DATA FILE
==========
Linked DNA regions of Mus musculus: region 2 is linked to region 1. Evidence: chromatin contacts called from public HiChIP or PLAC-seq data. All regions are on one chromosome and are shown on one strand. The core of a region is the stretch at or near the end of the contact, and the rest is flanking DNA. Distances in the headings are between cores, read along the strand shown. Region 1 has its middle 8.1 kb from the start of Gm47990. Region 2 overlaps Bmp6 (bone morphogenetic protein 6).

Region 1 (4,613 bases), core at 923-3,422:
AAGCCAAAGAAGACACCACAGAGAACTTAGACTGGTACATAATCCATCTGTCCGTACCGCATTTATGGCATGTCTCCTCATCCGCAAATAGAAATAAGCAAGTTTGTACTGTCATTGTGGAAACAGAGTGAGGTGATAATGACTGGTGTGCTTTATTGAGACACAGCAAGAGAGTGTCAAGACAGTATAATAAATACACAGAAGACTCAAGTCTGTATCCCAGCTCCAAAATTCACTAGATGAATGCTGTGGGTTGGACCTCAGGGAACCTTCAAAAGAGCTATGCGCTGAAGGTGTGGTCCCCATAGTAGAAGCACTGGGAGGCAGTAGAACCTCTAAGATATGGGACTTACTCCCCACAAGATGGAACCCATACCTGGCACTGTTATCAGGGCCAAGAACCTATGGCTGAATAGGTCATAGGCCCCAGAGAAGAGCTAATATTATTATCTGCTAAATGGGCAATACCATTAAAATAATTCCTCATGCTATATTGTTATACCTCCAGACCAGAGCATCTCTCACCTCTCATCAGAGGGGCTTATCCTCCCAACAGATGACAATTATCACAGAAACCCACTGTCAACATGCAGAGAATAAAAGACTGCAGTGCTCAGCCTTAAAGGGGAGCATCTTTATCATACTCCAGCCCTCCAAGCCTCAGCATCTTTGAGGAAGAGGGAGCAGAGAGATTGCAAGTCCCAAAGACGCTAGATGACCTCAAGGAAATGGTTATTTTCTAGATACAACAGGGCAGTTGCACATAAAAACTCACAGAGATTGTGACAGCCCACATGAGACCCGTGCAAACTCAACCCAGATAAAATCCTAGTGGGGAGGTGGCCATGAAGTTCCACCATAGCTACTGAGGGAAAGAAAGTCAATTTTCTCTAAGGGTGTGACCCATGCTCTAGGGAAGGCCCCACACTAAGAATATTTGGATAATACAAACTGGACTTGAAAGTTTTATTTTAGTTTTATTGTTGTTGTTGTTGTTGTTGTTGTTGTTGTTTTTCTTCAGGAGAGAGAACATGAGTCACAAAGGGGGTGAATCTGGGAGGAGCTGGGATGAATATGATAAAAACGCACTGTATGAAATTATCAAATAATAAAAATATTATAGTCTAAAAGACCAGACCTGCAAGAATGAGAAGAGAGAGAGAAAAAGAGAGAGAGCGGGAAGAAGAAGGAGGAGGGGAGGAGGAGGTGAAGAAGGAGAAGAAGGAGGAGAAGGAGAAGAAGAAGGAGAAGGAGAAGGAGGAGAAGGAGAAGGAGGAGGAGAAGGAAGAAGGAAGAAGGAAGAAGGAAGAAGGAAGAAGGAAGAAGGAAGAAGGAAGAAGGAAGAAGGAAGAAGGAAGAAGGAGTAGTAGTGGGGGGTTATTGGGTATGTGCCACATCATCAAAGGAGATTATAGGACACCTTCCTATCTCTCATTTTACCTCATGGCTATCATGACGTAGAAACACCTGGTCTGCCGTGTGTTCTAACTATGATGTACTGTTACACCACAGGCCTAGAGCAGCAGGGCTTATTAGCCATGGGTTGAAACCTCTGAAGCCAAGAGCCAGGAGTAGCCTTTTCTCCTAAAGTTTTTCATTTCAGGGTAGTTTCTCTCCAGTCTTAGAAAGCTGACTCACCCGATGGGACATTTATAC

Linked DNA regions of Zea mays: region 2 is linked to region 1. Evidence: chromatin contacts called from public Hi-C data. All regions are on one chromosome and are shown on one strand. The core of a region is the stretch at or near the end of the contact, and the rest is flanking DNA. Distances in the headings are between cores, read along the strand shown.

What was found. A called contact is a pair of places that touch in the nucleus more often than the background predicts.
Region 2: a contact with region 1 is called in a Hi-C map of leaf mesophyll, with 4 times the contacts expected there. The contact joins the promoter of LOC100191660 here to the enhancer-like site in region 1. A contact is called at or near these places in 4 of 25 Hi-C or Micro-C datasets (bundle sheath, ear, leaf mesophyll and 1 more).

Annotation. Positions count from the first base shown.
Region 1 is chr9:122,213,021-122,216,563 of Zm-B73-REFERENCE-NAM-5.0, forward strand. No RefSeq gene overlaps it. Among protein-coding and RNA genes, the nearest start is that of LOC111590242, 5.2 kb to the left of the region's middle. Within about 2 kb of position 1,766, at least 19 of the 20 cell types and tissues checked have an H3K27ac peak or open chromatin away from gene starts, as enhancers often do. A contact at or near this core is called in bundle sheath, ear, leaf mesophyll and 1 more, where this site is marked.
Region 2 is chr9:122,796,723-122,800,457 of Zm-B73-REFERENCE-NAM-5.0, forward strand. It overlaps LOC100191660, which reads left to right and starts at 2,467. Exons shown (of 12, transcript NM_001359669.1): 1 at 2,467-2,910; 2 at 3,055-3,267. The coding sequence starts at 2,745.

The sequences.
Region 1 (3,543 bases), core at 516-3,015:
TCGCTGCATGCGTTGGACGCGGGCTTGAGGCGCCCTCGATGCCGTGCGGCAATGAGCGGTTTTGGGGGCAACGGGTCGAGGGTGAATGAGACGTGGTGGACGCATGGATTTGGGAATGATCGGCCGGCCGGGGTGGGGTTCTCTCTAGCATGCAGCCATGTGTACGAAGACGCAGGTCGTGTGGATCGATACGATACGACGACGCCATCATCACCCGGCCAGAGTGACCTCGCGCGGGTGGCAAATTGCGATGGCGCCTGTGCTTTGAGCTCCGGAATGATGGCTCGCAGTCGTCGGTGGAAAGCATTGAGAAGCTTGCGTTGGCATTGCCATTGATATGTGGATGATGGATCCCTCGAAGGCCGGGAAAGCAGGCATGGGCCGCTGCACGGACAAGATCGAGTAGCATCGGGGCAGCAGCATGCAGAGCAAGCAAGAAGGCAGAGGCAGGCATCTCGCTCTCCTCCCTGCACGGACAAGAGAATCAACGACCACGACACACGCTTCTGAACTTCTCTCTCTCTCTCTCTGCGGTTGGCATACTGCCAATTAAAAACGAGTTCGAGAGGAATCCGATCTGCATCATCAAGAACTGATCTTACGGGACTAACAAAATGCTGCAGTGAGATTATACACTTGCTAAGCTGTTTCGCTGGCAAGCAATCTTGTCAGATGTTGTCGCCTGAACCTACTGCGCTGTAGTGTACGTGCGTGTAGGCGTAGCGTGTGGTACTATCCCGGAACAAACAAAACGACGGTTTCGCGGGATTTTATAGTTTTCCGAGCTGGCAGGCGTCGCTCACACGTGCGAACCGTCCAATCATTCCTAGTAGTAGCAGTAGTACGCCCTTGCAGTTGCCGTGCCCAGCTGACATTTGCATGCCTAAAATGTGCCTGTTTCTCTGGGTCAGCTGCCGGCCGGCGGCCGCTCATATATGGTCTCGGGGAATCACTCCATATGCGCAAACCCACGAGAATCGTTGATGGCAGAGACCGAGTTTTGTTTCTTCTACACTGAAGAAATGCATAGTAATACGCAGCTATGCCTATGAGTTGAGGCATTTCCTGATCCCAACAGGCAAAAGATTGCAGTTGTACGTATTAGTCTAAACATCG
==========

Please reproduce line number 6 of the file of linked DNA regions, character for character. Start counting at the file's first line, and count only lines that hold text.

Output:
Region 2: a contact with region 1 is called in a Hi-C map of leaf mesophyll, with 4 times the contacts expected there. The contact joins the promoter of LOC100191660 here to the enhancer-like site in region 1. A contact is called at or near these places in 4 of 25 Hi-C or Micro-C datasets (bundle sheath, ear, leaf mesophyll and 1 more).